“All I know is this nobody’s very big in the first place and it looks to me like everybody spends their whole life tearing everybody else down” Ken Kesey One Flew Over the Cuckoo’s NestThis is a book I had little interest in reading A novel set in an insane asylum? No thanks I spent four years of my legal career defending indigent clients facing commitment before our local Board of Mental Health It was an experience I had not trained for prepared for or frankly could have imagined before I started It was an eye opening glimpse into the world of mental illnesses Underfunded and understaffed hospitals Patients with deep paranoiac beliefs their minds spinning webs within webs within webs Patients who suffered terrifying hallucinations I was once told while interviewing a client that I appeared to him as a skeleton Patients capable of sudden violent changes of moods The one piece of advice I ever received sit next to the door Always sit next to the door Patients who were stigmatized ostracized alienated from families and friends One of the lasting takeaways from those years is a healthy skepticism of the way mental illness is portrayed in popular culture Typically we’re either dealing with a psychopathic killer ala Michael Meyers or a person whose mental illness is portrayed as a moral failing a character flaw that can be overcome with a better attitude ala Hurley in LOST or the entire cast of Dream Team With those prejudgments in mind I likely would have ignored Ken Kesey’s counterculture classic One Flew Over the Cuckoo’s Nest I imagined it as shallow hijinks with a plot that struck me as a bit like Cool Hand Luke getting involuntarily committed But then it was chosen by the Eastern Nebraska Men’s Biblio and Social Club and the choice was out of my hands Even so I hesitated until just a few days before our meeting Grudgingly I opened the first page and read the first odd discombobulating lines “They’re out there Black boys in white suits up before me to commit sex acts in the hall and get it mopped up before I can catch them” Suffice to say Kesey had my attention Those words are spoken by Chief Bromden the tale’s first person narrator Bromden known as Chief Broom is a Columbia Indian who has convinced everyone on the ward that he is deaf and dumb Because of this perception no one pays attention to him He is able to see things others wouldn’t be allowed to see and hear things other wouldn’t be allowed to hear And so he is able to relate the story of Randal P McMurphy a red haired Steve Mcueen type with a personality disorder who shows up on the ward and engages in an epic battle of wills with the Nurse Ratched aka the “Big Nurse”Side note I watched the movie after reading the book Jack Nicholson is a fine actor He is not Randal P McMurphy Chief Bromden is a fascinating choice as narrator because he is not – at least initially – the central focus Instead Bromden barely figures in the early plot serving mainly to describe McMurphy’s attempt to upend the ward that Nurse Ratched runs with an iron hand The action flows around him like water around a rock One Flew Over the Cuckoo’s Nest unfolds episodically with Ratched and McMurphy trading figurative blows notching both victories and defeats as they struggle for the soul of the other patients Kesey’s Bromden has an inimitable voice and is a classic unreliable narrator “it’s the truth even if it didn't happen” prone to long hallucinatory digressions that serve as a jarring reminder that his brain chemistry is different from that of others There were times when his phrasing is so breathtakingly brilliant that it takes you out of the story – after all this is supposed to be Bromden talking not literary star Ken Kesey Mostly though the hypnotic progression of events leading to the shocking endgame leave little time for such uibbles The power play between Nurse Ratched and McMurphy is a classic pitting of “the Man” versus “the Rebel” It was published in 1962 and the authoritarian antiauthoritarian dialectic is part of the larger context of those times However Kesey is also critiuing the mental health establishment He once worked in a psychiatric ward and famously experimented with a host of psychoactive drugs His observations and insights are baked into Bromden’s story By the time Cuckoo’s Nest came out electroshock therapy and lobotomies had started to lose their luster as panaceas though they were certainly still employed Thus Kesey’s critiue isn’t focused specifically on the primitive barbarism that marks the history of psychiatry though the barbarism is certainly present; rather he focuses on the insidious oppression he felt he observed The patients on the ward are controlled but controlled in such a subtle fashion that most don’t know they are being coerced It is McMurphy who arrives to show them the light though because we can never get in his head we never know his angle; we don’t know either whether he has a diagnosis or is merely malingering It’s always great when a novel is worthy of deeper exploration When it has layers upon layers However at the end of the day there also needs to be some level of entertainment factor That’s what makes this so memorable It is filled with scenes that come alive in the imagination and stay in your memory There is for instance a big set piece where the inmates take a “field trip” on a fishing boat The scene is played for big laughs but also subtle poignancy When I read it it gave me a rare exhilaration like I felt the first time I watched The Shawshank Redemption McMurphy laughs Rocking farther and farther backward against the cabin top spreading his laugh out across the water – laughing at the girl at the guys at George at me sucking my bleeding thumb at the captain back at the pier and the bicycle rider and the service station guys and the five thousand houses and the Big Nurse and all of it Because he knows you have to laugh at the things that hurt you just to keep yourself in balance just to keep the world from running you plumb crazy He knows there’s a painful side; he knows my thumb smarts and his girl friend has a bruised breast and the doctor is losing his glasses but he won’t let the pain blot out the humor no ’n he’ll let the humor blot out the painThe ending too is unforgettable and near perfect The movie has made this denouement iconographic but I think it works far better on the page than on the screen To be sure One Flew Over the Cuckoo’s Nest is flawed at times especially in tone There are several ugly strains running throughout the book including casual racism misogyny and violence against women I’m not going to defend this by saying the book is “a product of its time” I will note though that some of it is idiomatic meaning it is the product of the imperfect world view of the storyteller Still several scenes which were probably meant to elicit certain responses definitely don’t play as well today These unsettling aspects do not fatally detract from One Flew Over the Cuckoo’s Nest Indeed the sense of unsettledness is pervasive almost a calling card The humor and the violence and the sadness and the joy and the discomfort are all of a piece They do not mesh together perfectly just as they do not mesh perfectly in real life That for me is why this is a masterpiece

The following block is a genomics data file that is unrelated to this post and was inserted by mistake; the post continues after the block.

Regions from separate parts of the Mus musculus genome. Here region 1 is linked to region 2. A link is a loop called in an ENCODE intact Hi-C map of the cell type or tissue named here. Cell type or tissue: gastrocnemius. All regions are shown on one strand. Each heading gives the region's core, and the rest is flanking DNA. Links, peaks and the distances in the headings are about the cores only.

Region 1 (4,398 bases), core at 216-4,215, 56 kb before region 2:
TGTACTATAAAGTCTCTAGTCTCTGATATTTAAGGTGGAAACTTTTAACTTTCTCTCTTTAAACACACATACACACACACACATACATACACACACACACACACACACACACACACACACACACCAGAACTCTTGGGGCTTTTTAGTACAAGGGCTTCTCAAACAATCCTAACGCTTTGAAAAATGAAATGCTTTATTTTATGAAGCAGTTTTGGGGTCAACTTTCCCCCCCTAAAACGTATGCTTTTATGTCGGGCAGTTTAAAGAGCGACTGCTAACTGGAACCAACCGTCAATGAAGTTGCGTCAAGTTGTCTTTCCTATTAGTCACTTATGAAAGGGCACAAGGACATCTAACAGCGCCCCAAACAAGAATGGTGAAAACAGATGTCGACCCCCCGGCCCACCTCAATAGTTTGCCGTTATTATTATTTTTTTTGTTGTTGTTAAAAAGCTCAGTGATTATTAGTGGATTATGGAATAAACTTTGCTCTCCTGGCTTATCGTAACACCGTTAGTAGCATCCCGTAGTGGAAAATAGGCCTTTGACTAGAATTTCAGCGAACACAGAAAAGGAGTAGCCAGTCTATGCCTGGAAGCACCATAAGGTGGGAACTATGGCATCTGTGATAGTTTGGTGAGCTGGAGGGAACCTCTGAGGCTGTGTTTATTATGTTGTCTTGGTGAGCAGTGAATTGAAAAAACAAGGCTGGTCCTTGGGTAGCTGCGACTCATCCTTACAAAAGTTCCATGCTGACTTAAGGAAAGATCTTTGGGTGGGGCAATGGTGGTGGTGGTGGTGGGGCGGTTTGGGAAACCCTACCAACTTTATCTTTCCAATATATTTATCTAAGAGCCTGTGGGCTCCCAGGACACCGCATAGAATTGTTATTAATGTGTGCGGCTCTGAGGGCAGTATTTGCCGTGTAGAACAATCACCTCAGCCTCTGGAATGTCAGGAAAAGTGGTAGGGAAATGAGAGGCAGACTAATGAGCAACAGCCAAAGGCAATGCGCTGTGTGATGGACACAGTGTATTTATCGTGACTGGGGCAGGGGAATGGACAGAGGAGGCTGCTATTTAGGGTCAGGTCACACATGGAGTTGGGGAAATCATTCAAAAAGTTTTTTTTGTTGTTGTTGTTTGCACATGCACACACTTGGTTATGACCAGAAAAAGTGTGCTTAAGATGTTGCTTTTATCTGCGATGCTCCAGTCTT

8. says: